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User profiles

Create a user profile based on your user research. You will be building up a profile of your users’ attitudes and behaviours.

Why create user profiles?


User profiles are a way for you to share information about the people you have conducted research with. Research must inform the creation of your user profiles. This is because research will challenge your own assumptions and biases about who your users are.

Prep timePeopleRun time
10 minutes1 or more1 to 4 hours

Preparation

As a user researcher you will be applying the insights you’ve gained from user research. Invite any other team members who attended user research to join you in creating a user profile.

Materials

  • Markers
  • Whiteboard
  • Post-it notes
  • Template

How to create user profiles


Your profiles will represent the shared experiences of a group of users. You should bring together user attitudes and behaviours in relation to a product or service. You can also include demographic information about the individual.

You can present your user profiles in a range of different ways using content that is relevant to the project. Below are some examples of types of content.

User snapshot

Try to include:

  • a user quote that embodies their strongest need, for example, “just tell me what I need to do”.
  • (the product or service name): use a phrase to say what it means to them, for example 'a safety net'
  • known attitudes in relation to their interaction with the product or service. Use 5-6 bullet points in the user’s words.

Describe the context that hinders or influences their task, for example, do they need to comply with a legal or legislative requirement?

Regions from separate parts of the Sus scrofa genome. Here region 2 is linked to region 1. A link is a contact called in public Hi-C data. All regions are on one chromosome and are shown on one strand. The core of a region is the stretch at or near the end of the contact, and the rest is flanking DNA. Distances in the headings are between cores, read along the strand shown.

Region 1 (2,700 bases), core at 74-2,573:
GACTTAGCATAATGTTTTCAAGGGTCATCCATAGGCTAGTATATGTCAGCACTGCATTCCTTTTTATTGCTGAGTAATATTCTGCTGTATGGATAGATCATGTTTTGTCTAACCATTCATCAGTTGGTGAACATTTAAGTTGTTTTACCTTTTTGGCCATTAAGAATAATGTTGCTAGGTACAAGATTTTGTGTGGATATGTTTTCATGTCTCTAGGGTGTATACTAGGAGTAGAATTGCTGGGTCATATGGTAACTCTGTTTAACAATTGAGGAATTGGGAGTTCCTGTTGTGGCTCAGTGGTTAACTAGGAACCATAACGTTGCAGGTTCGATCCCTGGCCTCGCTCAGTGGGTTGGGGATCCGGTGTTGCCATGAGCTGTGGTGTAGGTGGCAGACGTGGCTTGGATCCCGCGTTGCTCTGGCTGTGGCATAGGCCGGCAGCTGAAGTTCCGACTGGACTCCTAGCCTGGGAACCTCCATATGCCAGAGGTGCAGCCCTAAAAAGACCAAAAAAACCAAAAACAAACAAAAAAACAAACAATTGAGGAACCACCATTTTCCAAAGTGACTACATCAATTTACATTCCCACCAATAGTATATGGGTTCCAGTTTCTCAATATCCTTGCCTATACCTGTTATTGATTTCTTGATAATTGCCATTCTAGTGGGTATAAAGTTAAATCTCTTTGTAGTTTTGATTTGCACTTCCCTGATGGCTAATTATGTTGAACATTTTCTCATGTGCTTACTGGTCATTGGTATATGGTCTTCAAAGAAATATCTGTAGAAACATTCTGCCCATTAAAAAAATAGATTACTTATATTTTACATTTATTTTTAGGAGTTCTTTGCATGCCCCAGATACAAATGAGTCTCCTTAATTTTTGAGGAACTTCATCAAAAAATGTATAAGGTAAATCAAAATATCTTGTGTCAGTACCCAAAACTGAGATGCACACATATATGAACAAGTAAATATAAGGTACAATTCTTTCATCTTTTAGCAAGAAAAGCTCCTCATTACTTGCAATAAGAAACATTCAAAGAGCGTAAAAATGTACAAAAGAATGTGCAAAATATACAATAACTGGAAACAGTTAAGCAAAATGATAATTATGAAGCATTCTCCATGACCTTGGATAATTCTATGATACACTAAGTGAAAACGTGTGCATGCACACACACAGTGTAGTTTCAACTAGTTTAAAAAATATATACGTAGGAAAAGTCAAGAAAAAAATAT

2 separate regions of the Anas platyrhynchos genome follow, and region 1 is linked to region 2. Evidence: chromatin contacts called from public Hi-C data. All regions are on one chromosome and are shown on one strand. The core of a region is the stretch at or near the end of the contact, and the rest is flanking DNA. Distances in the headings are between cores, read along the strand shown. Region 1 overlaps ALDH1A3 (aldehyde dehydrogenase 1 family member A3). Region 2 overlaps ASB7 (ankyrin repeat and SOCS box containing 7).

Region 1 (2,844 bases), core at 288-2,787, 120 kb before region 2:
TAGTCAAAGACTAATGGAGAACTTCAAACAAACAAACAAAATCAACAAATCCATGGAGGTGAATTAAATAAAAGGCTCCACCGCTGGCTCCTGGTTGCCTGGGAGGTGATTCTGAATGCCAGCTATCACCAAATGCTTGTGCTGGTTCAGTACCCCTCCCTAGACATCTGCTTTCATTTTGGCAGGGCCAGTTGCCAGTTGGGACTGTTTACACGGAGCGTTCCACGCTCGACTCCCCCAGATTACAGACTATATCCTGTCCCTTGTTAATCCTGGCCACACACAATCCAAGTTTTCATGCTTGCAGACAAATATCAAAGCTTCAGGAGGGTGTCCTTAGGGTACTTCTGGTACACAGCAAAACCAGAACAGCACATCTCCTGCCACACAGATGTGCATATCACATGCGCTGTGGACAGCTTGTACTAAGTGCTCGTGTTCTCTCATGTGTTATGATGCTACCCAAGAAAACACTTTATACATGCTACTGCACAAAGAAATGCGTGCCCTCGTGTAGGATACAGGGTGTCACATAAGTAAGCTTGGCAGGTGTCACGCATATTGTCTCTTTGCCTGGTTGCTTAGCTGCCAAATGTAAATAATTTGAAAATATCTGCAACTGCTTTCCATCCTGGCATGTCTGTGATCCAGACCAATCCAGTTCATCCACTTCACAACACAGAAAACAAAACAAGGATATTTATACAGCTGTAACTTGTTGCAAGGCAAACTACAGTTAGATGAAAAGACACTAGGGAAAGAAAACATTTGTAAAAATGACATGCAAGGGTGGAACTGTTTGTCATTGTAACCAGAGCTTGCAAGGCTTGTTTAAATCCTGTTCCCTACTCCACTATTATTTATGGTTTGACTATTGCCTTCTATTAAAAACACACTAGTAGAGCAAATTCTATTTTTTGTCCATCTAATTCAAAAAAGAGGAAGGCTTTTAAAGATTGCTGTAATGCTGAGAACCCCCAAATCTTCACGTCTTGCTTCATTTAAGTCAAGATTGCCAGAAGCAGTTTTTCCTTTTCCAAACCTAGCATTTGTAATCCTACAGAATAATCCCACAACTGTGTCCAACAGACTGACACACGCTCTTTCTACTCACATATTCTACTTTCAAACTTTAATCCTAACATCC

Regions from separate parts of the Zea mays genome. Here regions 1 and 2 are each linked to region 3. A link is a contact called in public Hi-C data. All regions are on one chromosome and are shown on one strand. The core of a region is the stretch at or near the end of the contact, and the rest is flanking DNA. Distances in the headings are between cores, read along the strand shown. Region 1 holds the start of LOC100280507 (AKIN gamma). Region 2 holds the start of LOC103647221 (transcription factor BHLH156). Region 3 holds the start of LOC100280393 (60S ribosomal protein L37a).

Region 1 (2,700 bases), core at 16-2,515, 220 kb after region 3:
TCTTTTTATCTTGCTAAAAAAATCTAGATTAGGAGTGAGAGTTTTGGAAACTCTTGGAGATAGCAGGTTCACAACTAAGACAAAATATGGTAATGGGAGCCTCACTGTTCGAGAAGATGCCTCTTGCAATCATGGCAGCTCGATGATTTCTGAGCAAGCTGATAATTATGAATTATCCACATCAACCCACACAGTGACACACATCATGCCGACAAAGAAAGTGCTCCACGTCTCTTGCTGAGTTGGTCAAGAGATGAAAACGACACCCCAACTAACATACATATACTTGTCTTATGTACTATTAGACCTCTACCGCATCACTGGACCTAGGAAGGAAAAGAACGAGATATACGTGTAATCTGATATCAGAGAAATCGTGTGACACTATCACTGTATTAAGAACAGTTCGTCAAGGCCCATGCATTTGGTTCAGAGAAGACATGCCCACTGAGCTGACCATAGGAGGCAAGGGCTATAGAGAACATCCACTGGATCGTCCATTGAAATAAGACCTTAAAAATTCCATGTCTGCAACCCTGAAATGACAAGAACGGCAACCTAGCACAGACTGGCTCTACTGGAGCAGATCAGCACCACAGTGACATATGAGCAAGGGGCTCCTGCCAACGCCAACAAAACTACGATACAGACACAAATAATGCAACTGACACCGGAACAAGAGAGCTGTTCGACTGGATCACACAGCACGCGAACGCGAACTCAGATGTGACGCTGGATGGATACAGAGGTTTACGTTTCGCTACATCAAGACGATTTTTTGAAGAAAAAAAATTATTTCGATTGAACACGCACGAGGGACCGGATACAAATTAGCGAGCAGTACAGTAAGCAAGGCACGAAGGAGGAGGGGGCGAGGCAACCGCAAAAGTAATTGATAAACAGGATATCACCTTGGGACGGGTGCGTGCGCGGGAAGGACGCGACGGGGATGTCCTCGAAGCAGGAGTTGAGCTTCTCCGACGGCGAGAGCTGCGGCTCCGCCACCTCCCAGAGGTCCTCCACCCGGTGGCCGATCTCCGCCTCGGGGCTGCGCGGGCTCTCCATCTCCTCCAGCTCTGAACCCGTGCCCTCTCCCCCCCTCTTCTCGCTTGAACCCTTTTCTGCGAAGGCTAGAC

User profile example
Create a user type or user profile. To begin, add a relevant image and a memorable quote that relates to this user. Describe the attitude of the user, their knowledge and literacy levels. Define what task they need to do. Describe their pain points and motivations.

A user characteristics gauge (in relation to the product or service)

Depending on the nature of the project you are working on, you may like to include a characteristics gauge. This will allow you to easily see the differences between each of your different profiles. The gauge can be a simple line that rates a participant from low to high. You can add the characteristics depending on what is relevant to your project. Here are a few examples.

  • Knowledge or expertise
  • Level of interest
  • Context of interest
  • Breadth of usage
  • Experience in related task
  • Digital literacy/format preference

Build on your profile by answering questions about their needs, pain points, risks and motivation.

Needs/tasks

What does the user need to do or find? What tasks do they do which are relevant to your project? The need will be goals that are aligned to an outcome.

Pain points

What are the obstacles that prevent them from being able to do the task? Are they being informed well enough? What other factors are preventing them from getting the task done?

Risks

What could go wrong if they can’t do the task or find the information? What is the impact of any implicationpersonal, financial etc.

Motivation

Why does the user want to complete the task? How is successful completion of the task going to affect them?

Follow up


Communicate your user profiles with the team. Profiles are valuable to ensure that what you are building or designing meets a user need. They are a reminder to your team and to stakeholders of who you are designing for.

User profiles are one part of the toolkit that you can use to communicate your research. You should ensure that you research any design decisions you make based on your profiles. Use other methods to do this, such as concept testing and usability testing.